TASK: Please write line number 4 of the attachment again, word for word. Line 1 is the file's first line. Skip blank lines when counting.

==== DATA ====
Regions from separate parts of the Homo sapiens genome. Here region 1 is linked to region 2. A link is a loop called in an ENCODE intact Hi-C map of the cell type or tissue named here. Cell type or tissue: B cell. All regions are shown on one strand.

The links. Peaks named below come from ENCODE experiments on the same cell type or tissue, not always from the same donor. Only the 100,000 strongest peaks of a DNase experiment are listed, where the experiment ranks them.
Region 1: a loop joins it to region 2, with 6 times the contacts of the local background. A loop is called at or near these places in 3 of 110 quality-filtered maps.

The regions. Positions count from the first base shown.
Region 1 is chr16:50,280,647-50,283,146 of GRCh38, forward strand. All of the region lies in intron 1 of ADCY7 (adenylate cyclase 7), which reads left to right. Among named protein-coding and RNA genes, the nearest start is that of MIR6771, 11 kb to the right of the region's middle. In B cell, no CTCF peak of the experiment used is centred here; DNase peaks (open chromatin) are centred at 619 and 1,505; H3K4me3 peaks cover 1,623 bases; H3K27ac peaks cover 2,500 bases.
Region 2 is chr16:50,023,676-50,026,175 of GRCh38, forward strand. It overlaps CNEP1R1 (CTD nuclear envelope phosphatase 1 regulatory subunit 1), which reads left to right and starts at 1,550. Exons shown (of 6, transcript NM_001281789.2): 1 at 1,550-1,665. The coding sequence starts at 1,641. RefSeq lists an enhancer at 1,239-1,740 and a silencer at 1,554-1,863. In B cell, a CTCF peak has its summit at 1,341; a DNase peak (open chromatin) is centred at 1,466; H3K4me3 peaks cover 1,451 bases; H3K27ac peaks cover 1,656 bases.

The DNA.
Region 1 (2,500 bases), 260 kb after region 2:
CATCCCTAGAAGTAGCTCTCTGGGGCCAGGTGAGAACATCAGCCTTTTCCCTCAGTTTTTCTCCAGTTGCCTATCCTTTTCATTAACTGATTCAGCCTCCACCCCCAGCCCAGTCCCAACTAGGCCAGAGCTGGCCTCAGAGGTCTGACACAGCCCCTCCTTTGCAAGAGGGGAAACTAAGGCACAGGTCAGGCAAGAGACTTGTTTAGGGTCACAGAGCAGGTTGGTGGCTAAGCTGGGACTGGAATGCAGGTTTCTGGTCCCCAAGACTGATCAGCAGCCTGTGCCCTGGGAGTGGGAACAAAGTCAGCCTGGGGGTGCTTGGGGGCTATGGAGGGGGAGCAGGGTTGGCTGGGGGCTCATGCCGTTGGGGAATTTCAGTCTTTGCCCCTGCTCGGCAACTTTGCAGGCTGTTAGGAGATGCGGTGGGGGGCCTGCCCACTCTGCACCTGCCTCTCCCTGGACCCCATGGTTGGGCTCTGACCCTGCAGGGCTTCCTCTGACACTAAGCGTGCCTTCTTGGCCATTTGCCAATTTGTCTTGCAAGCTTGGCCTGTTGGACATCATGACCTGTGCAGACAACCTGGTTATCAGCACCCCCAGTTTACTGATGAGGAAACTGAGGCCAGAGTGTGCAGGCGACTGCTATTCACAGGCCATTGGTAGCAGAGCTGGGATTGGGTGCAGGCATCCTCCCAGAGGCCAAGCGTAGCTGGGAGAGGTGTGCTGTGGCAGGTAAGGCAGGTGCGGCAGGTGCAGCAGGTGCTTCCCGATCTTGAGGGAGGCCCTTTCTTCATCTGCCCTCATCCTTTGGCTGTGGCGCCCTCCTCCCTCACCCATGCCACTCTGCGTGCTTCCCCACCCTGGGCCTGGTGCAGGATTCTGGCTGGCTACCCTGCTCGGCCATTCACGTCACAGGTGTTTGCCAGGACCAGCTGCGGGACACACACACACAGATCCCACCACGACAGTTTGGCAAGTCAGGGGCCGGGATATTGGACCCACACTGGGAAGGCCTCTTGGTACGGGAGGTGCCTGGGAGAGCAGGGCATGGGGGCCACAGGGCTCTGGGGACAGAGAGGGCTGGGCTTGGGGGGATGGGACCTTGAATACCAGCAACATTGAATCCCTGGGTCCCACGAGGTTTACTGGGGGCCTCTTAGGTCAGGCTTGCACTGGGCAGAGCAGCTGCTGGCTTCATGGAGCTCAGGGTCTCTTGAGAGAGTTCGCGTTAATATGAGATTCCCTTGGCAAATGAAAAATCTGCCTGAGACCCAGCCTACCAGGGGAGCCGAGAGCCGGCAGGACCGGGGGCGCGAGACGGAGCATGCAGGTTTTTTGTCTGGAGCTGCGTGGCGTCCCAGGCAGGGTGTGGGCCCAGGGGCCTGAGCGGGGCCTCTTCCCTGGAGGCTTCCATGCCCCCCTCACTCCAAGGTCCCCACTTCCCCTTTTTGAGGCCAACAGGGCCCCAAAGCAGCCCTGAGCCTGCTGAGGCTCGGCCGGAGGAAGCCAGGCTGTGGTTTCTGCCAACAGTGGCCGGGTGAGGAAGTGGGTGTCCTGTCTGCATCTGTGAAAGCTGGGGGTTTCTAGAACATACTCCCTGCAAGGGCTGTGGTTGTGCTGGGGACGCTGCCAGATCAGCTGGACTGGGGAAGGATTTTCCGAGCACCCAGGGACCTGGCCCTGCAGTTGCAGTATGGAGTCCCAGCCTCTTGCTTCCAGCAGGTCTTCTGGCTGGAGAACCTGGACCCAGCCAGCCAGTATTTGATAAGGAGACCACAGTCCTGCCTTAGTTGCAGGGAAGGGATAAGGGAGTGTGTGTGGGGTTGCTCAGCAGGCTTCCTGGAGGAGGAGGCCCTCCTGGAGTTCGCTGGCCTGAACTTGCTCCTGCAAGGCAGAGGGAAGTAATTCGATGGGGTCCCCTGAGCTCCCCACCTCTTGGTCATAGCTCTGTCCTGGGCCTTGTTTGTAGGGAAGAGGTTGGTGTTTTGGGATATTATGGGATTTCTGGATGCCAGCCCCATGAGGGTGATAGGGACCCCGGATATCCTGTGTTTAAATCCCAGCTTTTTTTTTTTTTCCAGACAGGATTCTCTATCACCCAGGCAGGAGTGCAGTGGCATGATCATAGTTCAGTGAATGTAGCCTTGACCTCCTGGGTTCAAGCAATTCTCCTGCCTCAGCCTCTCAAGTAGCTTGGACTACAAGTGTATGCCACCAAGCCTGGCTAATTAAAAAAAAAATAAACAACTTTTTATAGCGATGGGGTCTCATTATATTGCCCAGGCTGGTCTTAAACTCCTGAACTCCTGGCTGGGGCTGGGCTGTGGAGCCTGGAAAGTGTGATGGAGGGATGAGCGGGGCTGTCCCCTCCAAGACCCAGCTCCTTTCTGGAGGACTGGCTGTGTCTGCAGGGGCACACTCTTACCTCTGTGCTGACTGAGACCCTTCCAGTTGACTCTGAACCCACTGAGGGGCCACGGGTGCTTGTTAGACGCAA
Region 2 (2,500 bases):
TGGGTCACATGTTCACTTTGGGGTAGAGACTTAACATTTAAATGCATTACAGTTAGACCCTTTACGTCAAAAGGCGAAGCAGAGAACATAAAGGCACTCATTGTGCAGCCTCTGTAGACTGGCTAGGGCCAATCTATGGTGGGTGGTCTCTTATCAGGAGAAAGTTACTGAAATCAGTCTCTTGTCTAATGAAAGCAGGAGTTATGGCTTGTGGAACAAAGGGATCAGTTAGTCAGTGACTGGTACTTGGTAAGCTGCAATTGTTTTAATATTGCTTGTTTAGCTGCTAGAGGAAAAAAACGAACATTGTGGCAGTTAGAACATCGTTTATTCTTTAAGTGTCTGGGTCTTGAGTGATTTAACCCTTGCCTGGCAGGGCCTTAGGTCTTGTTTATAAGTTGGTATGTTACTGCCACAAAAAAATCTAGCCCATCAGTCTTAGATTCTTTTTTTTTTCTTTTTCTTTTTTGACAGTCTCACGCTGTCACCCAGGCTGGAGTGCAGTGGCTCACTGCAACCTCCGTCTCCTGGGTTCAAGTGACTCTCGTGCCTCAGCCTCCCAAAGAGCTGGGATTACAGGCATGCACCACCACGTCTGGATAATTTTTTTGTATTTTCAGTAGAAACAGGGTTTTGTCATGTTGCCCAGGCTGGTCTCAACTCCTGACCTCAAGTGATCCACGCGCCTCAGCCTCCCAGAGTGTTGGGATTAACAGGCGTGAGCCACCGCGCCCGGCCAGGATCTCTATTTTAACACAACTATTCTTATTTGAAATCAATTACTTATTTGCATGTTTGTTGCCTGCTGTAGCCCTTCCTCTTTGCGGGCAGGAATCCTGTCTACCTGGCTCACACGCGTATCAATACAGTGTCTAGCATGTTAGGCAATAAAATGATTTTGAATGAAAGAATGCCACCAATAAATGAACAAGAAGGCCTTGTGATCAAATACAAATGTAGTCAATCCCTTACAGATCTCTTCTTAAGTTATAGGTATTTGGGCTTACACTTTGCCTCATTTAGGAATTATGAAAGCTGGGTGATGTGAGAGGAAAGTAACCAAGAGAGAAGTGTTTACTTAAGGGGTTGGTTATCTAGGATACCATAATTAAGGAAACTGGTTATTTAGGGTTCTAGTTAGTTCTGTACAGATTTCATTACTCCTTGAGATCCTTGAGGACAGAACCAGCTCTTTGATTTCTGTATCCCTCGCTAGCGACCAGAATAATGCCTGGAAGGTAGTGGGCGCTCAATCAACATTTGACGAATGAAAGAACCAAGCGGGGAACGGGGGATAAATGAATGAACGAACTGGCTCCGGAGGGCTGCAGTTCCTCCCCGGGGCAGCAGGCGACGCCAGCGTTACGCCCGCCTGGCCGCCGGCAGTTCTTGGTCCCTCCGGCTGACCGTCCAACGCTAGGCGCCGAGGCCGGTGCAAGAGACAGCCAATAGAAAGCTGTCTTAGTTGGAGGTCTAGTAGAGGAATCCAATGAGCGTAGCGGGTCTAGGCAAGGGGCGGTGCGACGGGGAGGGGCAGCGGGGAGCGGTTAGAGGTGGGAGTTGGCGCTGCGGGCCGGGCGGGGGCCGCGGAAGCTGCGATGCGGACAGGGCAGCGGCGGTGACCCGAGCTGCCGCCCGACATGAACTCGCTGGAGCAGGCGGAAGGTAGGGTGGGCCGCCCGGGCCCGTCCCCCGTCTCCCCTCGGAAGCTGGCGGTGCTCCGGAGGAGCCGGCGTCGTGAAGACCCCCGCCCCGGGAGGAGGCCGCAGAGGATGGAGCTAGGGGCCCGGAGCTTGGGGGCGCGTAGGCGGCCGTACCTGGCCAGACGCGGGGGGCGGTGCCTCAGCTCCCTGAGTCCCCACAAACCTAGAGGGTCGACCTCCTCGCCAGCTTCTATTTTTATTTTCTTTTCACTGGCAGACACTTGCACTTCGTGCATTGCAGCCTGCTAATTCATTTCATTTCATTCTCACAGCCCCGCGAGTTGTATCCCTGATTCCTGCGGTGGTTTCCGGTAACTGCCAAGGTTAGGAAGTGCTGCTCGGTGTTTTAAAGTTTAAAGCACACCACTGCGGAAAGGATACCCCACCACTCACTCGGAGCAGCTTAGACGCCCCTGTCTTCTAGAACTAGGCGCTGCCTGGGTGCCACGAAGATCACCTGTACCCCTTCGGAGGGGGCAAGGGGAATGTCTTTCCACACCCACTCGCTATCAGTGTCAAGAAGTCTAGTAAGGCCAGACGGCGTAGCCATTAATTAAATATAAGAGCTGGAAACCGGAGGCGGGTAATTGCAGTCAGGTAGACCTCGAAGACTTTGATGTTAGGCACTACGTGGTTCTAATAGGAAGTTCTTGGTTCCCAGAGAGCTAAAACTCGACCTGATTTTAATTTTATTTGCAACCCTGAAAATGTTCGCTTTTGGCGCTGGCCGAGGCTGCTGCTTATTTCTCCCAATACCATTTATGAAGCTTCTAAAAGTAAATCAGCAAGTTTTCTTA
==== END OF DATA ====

The regions. Positions count from the first base shown.